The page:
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Qatar to Host Intra-Afghan Peace Talks

By Ayaz Gul June 14, 2020

Afghanistan's warring sides have agreed to open long-awaited peace talks in Qatar, possibly later this month, to negotiate a sustainable cease-fire and political settlement to years of conflict in Afghanistan.

A spokesman for the Taliban insurgency on Sunday confirmed to VOA the breakthrough development but did not say when will the dialogue begin.

An Afghan government source told VOA that President Ashraf Ghani has accepted a Qatari government proposal for hosting the intra-Afghan talks in Doha, the gulf state's capital, where the Islamist Taliban maintains its political office.

"The Afghan government has only agreed for a first meeting to take place in Doha, there has not been any agreement yet on the venue of the direct talks," Ghani's spokesman Sediq Sediqqi tweeted Sunday.

Qatar also hosted the Taliban's talks with the United States that led to the February 29 landmark agreement between the two adversaries aimed at ending the nearly 19-year-old Afghan war, America's longest. The pact required Afghan parties to the conflict to open peace negotiations to permanently end decades of hostilities in the country.

"Yes, I confirm that the upcoming intra-Afghan talks will be held in Doha following the release of our prisoners," Suhail Shaheen, who speaks for the Taliban's Doha office, told VOA.

Under tenets of the U.S.-Taliban pact, the Afghan government is required to free up to 5,000 insurgent prisoners in exchange for 1,000 Afghan security personnel being held by the Taliban.

Kabul has already set free 3,000 inmates, with Ghani promising last week to let go the remaining 2,000 "within a very short period."

The Taliban has so far released fewer than 600 detainees and it is committed under the agreement with the U.S. to participate in intra-Afghan talks within one week of the prisoner swap.

Meanwhile, Afghan officials alleged Sunday while speaking to reporters in Kabul that increased Taliban attacks across the country have "killed and injured" more than 400 government security forces in the last week alone.

They also accused the insurgents of playing a role in recent mosque bombings that killed high-profile Afghan clerics.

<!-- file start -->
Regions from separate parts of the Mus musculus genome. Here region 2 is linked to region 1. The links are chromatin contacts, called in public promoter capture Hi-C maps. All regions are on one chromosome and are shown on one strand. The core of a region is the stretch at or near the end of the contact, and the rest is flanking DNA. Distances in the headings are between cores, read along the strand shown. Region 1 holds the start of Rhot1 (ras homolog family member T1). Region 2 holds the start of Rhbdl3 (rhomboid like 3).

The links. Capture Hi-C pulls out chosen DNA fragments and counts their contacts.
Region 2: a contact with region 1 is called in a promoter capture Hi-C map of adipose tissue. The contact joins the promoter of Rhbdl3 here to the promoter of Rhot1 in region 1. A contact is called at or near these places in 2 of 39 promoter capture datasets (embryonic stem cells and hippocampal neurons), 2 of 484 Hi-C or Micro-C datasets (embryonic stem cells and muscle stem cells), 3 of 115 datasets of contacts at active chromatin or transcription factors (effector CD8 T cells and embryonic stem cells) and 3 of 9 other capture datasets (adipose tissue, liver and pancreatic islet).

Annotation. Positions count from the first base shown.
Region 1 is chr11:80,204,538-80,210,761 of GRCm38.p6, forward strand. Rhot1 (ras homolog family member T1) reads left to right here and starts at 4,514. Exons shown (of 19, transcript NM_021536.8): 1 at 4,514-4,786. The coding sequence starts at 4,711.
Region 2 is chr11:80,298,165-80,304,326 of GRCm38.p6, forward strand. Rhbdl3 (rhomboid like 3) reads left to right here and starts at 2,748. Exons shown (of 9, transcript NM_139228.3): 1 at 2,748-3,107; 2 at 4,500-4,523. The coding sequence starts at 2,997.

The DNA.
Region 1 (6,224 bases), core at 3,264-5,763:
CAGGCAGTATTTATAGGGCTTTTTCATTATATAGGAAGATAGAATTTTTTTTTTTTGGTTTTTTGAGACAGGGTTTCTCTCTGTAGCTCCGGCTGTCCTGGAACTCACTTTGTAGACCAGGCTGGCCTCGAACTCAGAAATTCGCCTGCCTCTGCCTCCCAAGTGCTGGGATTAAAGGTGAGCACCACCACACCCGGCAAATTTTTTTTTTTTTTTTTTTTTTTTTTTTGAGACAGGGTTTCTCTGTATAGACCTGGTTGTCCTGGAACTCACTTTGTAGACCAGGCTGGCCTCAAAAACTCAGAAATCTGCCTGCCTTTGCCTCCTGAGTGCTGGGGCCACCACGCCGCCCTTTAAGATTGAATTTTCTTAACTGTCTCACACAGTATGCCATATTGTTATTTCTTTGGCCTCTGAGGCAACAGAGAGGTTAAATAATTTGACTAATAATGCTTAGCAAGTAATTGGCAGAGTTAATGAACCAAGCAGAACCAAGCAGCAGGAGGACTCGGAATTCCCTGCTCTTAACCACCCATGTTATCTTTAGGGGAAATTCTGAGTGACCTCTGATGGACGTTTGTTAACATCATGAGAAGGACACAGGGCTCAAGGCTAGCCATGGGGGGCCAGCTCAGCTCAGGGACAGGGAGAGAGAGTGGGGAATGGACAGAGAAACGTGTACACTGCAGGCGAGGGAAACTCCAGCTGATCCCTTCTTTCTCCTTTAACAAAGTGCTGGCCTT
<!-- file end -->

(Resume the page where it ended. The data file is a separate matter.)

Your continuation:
The Taliban has denied involvement in the mosque bombings but the group has taken credit for launching attacks against Afghan forces, saying the battlefield cease-fire would be on the agenda when both sides come to the negotiating table.

The U.S.-Taliban agreement binds Washington to withdraw from Afghanistan all American troops, its allies, and coalition partners, including all non-diplomatic civilian personnel, private security contractors, trainers, advisors, and supporting services personnel within 14 months. The U.S. military has already pulled out several thousand troops from the country since sealing the deal.

In return, the Taliban is bound to prevent terrorist groups like al-Qaida and Islamic State from using insurgent-held Afghan areas for attacks against the U.S. and its allies.

U.S. officials maintain, however, their troop drawdown process would be "conditions-based" and they would be closely monitoring whether the Taliban is upholding its commitments outlined in the agreement.

President Donald Trump has promised repeatedly to bring all American forces back home reportedly as early as by the U.S. presidential election.

"It is not the duty of the U.S. military to solve ancient conflicts in far away lands, that many people have never heard of… When we fight, from now on, we will only fight to win," Trump said on Saturday in a commencement address to graduating cadets at the U.S. Military Academy at West Point.

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